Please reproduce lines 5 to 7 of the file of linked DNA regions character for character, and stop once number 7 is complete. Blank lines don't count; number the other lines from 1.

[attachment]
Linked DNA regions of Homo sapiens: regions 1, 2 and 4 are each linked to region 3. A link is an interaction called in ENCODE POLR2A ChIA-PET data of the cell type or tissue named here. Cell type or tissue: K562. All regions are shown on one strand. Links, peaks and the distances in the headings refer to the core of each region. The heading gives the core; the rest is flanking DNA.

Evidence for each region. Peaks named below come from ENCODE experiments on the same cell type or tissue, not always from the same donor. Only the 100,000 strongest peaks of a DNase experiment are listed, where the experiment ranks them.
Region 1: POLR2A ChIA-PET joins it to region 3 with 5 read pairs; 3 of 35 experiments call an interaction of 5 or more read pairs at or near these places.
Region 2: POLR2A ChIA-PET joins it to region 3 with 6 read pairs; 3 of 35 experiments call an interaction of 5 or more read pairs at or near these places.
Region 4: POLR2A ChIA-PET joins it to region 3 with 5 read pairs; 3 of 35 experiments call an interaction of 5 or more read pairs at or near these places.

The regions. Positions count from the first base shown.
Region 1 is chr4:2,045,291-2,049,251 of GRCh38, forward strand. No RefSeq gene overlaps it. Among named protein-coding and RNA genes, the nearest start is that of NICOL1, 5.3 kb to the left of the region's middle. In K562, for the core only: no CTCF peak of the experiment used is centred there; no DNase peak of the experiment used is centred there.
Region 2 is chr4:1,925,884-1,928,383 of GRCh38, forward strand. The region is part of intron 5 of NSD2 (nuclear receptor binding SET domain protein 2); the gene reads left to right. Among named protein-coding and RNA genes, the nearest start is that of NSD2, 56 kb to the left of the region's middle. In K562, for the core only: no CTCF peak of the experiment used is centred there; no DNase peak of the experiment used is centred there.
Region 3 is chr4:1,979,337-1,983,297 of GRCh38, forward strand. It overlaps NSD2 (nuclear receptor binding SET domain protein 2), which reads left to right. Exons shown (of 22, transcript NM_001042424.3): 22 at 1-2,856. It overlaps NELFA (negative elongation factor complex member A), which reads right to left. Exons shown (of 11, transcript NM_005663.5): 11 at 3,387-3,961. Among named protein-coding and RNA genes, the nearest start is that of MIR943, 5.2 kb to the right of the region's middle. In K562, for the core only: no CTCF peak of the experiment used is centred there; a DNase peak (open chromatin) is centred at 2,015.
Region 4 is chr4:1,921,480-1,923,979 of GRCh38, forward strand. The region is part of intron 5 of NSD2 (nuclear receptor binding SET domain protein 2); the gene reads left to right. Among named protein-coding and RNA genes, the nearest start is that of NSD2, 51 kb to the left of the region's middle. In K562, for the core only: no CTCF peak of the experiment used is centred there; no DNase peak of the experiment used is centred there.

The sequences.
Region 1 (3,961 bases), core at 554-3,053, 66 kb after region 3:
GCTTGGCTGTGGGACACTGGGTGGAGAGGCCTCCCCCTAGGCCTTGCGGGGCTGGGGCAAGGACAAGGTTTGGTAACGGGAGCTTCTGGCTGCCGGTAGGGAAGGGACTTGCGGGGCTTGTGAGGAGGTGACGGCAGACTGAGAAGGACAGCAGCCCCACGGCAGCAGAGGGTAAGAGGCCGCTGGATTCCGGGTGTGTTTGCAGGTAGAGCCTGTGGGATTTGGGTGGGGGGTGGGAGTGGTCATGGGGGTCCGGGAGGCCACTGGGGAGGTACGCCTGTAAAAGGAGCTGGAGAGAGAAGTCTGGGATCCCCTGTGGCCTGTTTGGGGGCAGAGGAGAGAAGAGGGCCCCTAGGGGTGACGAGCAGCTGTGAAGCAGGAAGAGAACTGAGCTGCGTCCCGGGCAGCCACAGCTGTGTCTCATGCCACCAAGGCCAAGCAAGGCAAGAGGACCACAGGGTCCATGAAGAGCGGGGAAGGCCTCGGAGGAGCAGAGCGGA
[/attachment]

Region 4: POLR2A ChIA-PET joins it to region 3 with 5 read pairs; 3 of 35 experiments call an interaction of 5 or more read pairs at or near these places.

The regions. Positions count from the first base shown.
Region 1 is chr4:2,045,291-2,049,251 of GRCh38, forward strand. No RefSeq gene overlaps it. Among named protein-coding and RNA genes, the nearest start is that of NICOL1, 5.3 kb to the left of the region's middle. In K562, for the core only: no CTCF peak of the experiment used is centred there; no DNase peak of the experiment used is centred there.